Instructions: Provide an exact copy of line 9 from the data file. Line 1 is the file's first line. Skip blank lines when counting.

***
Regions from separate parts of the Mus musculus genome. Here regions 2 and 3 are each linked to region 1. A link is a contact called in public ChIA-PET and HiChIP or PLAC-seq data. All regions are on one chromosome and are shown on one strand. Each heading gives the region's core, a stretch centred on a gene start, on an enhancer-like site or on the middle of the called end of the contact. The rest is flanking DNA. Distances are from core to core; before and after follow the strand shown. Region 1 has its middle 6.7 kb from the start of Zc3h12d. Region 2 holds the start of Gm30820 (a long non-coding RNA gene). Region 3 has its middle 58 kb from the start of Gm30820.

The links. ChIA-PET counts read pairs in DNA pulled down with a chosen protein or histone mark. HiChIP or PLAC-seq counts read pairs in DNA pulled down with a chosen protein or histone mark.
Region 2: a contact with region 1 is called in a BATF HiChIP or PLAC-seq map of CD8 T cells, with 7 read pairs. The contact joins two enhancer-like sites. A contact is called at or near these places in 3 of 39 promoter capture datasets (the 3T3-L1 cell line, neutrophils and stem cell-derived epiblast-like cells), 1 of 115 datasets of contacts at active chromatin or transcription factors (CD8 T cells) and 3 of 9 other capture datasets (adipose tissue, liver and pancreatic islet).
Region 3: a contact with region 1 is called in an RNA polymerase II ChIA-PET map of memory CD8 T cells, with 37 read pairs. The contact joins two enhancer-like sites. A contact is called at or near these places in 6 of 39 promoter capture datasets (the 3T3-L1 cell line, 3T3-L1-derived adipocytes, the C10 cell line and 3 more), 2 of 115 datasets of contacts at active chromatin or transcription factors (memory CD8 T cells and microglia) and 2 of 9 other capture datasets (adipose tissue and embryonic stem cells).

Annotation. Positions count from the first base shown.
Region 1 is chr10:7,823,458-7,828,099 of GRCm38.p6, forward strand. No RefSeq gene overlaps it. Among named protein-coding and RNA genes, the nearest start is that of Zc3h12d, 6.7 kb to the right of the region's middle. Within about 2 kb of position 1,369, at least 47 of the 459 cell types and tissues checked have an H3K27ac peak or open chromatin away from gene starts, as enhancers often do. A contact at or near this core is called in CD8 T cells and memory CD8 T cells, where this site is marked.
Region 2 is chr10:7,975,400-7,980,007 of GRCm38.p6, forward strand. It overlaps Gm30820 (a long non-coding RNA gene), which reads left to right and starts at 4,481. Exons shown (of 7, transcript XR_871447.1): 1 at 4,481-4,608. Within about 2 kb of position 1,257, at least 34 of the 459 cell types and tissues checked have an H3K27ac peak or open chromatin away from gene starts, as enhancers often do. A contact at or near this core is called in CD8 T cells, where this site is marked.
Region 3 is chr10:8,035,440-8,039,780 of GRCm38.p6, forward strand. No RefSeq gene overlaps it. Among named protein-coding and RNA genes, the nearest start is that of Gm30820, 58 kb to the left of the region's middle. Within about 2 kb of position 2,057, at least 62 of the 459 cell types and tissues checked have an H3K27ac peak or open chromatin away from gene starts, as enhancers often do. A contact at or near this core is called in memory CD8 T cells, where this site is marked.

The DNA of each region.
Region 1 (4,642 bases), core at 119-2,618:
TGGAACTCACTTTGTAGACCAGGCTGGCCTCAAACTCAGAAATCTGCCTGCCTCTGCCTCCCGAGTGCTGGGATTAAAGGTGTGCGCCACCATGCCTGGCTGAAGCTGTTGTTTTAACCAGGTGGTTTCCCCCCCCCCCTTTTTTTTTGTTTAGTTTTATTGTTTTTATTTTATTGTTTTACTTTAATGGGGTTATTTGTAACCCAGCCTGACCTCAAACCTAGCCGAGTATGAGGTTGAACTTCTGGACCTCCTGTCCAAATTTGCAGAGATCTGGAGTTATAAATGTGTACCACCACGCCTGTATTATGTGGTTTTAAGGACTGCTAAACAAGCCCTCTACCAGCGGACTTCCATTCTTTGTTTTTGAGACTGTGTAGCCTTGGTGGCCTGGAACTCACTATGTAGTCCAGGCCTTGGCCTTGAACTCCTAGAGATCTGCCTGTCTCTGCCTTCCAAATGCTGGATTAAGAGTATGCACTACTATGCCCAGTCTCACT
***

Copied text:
The DNA of each region.